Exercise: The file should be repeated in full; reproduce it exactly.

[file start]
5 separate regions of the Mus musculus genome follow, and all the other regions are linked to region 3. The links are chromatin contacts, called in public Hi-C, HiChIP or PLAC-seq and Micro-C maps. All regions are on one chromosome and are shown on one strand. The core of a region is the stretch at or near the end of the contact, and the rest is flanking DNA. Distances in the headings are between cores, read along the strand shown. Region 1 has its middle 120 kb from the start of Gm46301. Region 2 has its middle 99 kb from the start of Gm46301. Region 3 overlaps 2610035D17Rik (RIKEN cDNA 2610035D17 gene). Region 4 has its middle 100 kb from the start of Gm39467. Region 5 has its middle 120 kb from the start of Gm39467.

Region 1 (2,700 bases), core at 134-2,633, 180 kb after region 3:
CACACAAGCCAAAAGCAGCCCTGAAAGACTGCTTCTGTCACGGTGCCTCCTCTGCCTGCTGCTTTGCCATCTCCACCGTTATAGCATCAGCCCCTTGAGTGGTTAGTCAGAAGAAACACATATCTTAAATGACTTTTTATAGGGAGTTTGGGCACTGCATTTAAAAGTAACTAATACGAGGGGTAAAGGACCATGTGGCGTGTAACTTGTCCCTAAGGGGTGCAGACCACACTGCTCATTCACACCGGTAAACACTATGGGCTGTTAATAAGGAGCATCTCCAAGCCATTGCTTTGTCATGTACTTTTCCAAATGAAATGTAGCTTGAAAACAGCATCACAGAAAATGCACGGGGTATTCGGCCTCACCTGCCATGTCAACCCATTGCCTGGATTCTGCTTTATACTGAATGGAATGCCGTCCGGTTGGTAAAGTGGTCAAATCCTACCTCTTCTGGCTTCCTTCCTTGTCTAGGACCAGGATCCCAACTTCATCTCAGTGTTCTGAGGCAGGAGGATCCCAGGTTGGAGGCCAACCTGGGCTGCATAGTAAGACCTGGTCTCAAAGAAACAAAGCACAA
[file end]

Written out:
5 separate regions of the Mus musculus genome follow, and all the other regions are linked to region 3. The links are chromatin contacts, called in public Hi-C, HiChIP or PLAC-seq and Micro-C maps. All regions are on one chromosome and are shown on one strand. The core of a region is the stretch at or near the end of the contact, and the rest is flanking DNA. Distances in the headings are between cores, read along the strand shown. Region 1 has its middle 120 kb from the start of Gm46301. Region 2 has its middle 99 kb from the start of Gm46301. Region 3 overlaps 2610035D17Rik (RIKEN cDNA 2610035D17 gene). Region 4 has its middle 100 kb from the start of Gm39467. Region 5 has its middle 120 kb from the start of Gm39467.

Region 1 (2,700 bases), core at 134-2,633, 180 kb after region 3:
CACACAAGCCAAAAGCAGCCCTGAAAGACTGCTTCTGTCACGGTGCCTCCTCTGCCTGCTGCTTTGCCATCTCCACCGTTATAGCATCAGCCCCTTGAGTGGTTAGTCAGAAGAAACACATATCTTAAATGACTTTTTATAGGGAGTTTGGGCACTGCATTTAAAAGTAACTAATACGAGGGGTAAAGGACCATGTGGCGTGTAACTTGTCCCTAAGGGGTGCAGACCACACTGCTCATTCACACCGGTAAACACTATGGGCTGTTAATAAGGAGCATCTCCAAGCCATTGCTTTGTCATGTACTTTTCCAAATGAAATGTAGCTTGAAAACAGCATCACAGAAAATGCACGGGGTATTCGGCCTCACCTGCCATGTCAACCCATTGCCTGGATTCTGCTTTATACTGAATGGAATGCCGTCCGGTTGGTAAAGTGGTCAAATCCTACCTCTTCTGGCTTCCTTCCTTGTCTAGGACCAGGATCCCAACTTCATCTCAGTGTTCTGAGGCAGGAGGATCCCAGGTTGGAGGCCAACCTGGGCTGCATAGTAAGACCTGGTCTCAAAGAAACAAAGCACAA